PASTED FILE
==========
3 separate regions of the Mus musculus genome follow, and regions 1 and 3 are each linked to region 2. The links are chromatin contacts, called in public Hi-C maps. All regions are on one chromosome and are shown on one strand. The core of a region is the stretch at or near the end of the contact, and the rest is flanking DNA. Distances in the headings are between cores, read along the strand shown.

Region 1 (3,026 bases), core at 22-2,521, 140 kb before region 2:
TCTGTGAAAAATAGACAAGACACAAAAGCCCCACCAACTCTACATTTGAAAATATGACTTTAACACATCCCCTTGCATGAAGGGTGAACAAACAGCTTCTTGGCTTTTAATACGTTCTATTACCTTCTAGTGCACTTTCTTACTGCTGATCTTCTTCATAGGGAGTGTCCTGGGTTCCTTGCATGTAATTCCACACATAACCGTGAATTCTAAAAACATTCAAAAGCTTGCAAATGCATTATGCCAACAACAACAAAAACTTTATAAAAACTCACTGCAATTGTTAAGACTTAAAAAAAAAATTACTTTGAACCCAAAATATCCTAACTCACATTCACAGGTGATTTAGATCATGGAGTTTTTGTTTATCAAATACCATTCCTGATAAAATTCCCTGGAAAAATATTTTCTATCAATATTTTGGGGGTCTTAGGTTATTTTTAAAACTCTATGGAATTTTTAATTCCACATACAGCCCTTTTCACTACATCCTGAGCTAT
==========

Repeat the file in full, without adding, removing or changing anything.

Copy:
3 separate regions of the Mus musculus genome follow, and regions 1 and 3 are each linked to region 2. The links are chromatin contacts, called in public Hi-C maps. All regions are on one chromosome and are shown on one strand. The core of a region is the stretch at or near the end of the contact, and the rest is flanking DNA. Distances in the headings are between cores, read along the strand shown.

Region 1 (3,026 bases), core at 22-2,521, 140 kb before region 2:
TCTGTGAAAAATAGACAAGACACAAAAGCCCCACCAACTCTACATTTGAAAATATGACTTTAACACATCCCCTTGCATGAAGGGTGAACAAACAGCTTCTTGGCTTTTAATACGTTCTATTACCTTCTAGTGCACTTTCTTACTGCTGATCTTCTTCATAGGGAGTGTCCTGGGTTCCTTGCATGTAATTCCACACATAACCGTGAATTCTAAAAACATTCAAAAGCTTGCAAATGCATTATGCCAACAACAACAAAAACTTTATAAAAACTCACTGCAATTGTTAAGACTTAAAAAAAAAATTACTTTGAACCCAAAATATCCTAACTCACATTCACAGGTGATTTAGATCATGGAGTTTTTGTTTATCAAATACCATTCCTGATAAAATTCCCTGGAAAAATATTTTCTATCAATATTTTGGGGGTCTTAGGTTATTTTTAAAACTCTATGGAATTTTTAATTCCACATACAGCCCTTTTCACTACATCCTGAGCTAT